We will remember 2020 for many things: a scary pandemic, a global shutdown in response to said pandemic, the rise and fall of the Houseparty app and, for music lovers, the surprise takeover of Omah Lay.
Armed with kickass melodies, relaxing mid-tempo production and romantic declarations like, “You don burst my eyeglass”, Omah Lay quickly became the year’s breakout artist. And in the same year big shots like Wizkid, Davido, Burna Boy, Tiwa Savage and Olamide all dropped well-received albums, Omah Lay somehow managed to remain a major fixture in the musical conversation.
His debut EP, Get Layd, was a significant departure from what Nigerians were used to at the time. Carefully blending R&B and Afropop, Omah Lay wasn’t singing about shutting the club down or living his best life. Instead, he delved into honest conversations about love and sex. And with everyone stuck at home trying to figure life out, the EP felt like the comfort music we needed at the time. A classic case of the right time and place.
Unlike most of the habits we picked up during the pandemic (Is anyone still baking Banana bread every day?), Omah Lay’s music is one thing we haven’t been able to shake off. His second EP, What Have We Done, gave us the reflective Godly and Can’t Relate, as well as a fitting remix to Damn alongside 6LACK. Features with Olamide and Ajebo Hustlers followed, further cementing his position as a hitmaker.
In all of this, Omah Lay has maintained a narrative of longing. He’s either longing for love on songs like Bad Influence, for understanding on songs like Can’t Relate, reciprocated feelings on Attention, closure on Understand or peace of mind on Godly.
Can Omah Lay maintain this emo boy narrative with the world back on the dancefloor? But most importantly, will it slap like it did two years ago?
Omah Lay sets the stage with the album’s opening tracks, Recognize and I, in which he tries to convince his listeners he’s destined for greatness (although a part of me feels he’s trying to convince himself). The introspective tracks are followed by the sex-driven Bend You and the early single, Woman. On the Blaqbonez-esque Bend You, Omah Lay gets pornhub-level graphic, talking about all the ways he could make his girl “shake like say she get epilepsy”. While Woman also involves some backbreaking, there’s a promise of romance and a possible pregnancy since he has no plan of pulling out.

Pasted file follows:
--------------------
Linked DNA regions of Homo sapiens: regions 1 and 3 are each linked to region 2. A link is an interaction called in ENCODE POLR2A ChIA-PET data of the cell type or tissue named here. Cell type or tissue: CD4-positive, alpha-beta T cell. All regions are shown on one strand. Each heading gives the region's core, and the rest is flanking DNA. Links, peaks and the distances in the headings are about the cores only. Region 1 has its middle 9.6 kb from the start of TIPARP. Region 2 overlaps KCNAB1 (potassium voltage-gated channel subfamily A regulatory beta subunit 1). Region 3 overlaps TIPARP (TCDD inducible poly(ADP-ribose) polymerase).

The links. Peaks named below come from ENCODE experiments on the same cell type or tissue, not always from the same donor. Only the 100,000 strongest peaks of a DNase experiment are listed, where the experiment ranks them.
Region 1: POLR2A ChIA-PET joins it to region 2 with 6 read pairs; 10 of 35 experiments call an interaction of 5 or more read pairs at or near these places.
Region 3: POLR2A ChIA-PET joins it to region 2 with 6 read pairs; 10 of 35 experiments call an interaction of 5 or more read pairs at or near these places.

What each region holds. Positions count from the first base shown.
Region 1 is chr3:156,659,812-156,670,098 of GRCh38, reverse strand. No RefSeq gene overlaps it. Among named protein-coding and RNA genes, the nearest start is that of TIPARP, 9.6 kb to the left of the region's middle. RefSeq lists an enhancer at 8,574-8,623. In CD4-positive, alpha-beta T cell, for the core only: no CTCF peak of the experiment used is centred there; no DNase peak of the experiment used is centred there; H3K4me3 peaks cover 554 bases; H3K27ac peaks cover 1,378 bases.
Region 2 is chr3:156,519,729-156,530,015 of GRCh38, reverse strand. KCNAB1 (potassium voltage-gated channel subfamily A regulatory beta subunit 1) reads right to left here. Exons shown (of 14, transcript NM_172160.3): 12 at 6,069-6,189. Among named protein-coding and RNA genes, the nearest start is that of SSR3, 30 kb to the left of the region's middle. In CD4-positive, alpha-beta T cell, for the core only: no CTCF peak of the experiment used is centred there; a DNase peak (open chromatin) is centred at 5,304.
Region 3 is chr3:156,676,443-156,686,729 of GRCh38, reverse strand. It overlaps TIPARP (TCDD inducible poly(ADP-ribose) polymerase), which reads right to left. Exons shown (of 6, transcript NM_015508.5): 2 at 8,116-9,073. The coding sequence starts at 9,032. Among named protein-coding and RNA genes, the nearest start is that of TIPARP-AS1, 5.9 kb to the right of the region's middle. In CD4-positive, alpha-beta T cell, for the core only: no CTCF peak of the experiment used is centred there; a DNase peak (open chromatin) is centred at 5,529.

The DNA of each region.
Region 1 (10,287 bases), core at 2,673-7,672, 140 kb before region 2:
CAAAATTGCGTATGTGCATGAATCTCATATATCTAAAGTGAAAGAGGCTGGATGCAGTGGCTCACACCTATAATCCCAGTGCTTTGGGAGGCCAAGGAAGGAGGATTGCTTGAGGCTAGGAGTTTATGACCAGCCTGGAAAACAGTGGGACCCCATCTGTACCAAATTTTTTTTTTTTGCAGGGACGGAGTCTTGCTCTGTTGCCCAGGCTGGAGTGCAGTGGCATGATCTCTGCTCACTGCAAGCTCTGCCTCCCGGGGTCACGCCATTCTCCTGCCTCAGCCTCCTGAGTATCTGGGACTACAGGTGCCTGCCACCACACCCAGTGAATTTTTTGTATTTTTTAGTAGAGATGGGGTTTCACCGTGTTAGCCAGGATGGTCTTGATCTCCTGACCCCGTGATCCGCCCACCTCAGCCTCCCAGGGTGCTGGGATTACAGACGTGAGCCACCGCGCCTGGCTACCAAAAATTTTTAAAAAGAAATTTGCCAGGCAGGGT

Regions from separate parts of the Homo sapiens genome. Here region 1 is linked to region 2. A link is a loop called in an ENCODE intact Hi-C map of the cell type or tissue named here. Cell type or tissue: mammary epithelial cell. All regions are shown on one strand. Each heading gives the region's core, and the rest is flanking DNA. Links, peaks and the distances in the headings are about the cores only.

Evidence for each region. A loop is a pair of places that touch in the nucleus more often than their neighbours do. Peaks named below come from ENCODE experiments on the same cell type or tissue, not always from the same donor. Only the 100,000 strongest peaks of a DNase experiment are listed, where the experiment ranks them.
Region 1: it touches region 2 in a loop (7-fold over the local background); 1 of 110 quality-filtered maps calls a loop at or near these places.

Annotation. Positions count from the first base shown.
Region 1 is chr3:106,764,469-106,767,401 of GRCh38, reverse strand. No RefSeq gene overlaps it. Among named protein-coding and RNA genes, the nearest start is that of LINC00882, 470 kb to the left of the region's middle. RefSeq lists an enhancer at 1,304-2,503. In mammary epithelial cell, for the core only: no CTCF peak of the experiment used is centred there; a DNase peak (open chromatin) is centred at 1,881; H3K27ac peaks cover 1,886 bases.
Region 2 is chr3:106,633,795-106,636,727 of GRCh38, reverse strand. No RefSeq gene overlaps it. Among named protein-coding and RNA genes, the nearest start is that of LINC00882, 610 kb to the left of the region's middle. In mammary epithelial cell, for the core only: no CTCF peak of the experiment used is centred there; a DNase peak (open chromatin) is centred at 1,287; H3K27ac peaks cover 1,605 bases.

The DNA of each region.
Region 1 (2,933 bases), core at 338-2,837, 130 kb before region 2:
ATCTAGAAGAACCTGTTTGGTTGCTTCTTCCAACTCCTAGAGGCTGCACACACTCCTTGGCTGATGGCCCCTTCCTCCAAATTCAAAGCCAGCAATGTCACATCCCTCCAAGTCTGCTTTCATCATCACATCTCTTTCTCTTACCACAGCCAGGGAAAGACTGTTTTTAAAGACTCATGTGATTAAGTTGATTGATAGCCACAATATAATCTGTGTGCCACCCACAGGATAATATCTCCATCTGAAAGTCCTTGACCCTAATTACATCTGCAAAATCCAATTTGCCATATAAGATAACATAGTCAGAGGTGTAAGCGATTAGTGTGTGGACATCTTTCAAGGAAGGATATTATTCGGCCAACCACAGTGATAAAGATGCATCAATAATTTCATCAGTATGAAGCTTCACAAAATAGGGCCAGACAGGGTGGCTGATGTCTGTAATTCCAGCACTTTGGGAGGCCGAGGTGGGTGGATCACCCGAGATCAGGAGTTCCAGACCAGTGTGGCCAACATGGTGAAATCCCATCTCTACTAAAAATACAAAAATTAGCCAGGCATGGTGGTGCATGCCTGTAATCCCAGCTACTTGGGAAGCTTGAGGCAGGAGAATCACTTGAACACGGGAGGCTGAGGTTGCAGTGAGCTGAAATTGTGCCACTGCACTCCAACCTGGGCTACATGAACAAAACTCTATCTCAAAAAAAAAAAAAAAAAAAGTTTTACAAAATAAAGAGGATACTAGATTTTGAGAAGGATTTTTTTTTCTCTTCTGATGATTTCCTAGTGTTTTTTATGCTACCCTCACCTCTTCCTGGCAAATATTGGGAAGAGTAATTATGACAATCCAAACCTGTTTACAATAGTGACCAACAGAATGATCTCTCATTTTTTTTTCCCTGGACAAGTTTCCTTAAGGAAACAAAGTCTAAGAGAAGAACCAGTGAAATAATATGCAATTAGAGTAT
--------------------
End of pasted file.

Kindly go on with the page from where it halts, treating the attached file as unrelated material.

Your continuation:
EmoLay (Emotional Omah Lay, get it?) makes a comeback to talk about using alcohol to escape imposter syndrome and loneliness on I’m A Mess, before admitting to another escapist vice, marijuana, on the reflective Temptation. He, however, finds himself, and some solace, on Never Forget and Safe Haven.
We finally get to vibe on Soso and How To Luv, which has a sprinkle of amapiano and lyrics that shout Kcee out for singing Limpopo. Omah Lay calls on Tay Iwar to assist him to the finish line with Tell Everybody, a song that successfully straddles the line between seduction and emotional yearnings. It might not get the love it deserves now, but best believe Tell Everybody is bound to be a fave after several listens.
After an emotional rollercoaster, Purple Song closes the 14-track album that still ends up with a run time of less than 40 minutes. It feels right to end this way as Omah Lay sings about not letting his love go no matter what. While the song sounds like an ode to a love interest on first listen, it’s better to picture it as Omah Lay’s love letter to music.
Omah Lay has always been honest with his music, but Boy Alone finds the Port Harcourt native digging deeper than he’s ever done before. His ability to create melodies and laidback music while addressing heartbreak, longing and loss sets him apart from most of his peers today.
While the production feels monotonous and makes the album sound like one long song sometimes, Omah Lay’s lyrics get the MVP title for deftly sharing stories that feel authentic to who he is. On Boy Alone, nothing feels contrived or made up. You can vibe all you want, but last last, you’ll listen to Omah Lay’s story.
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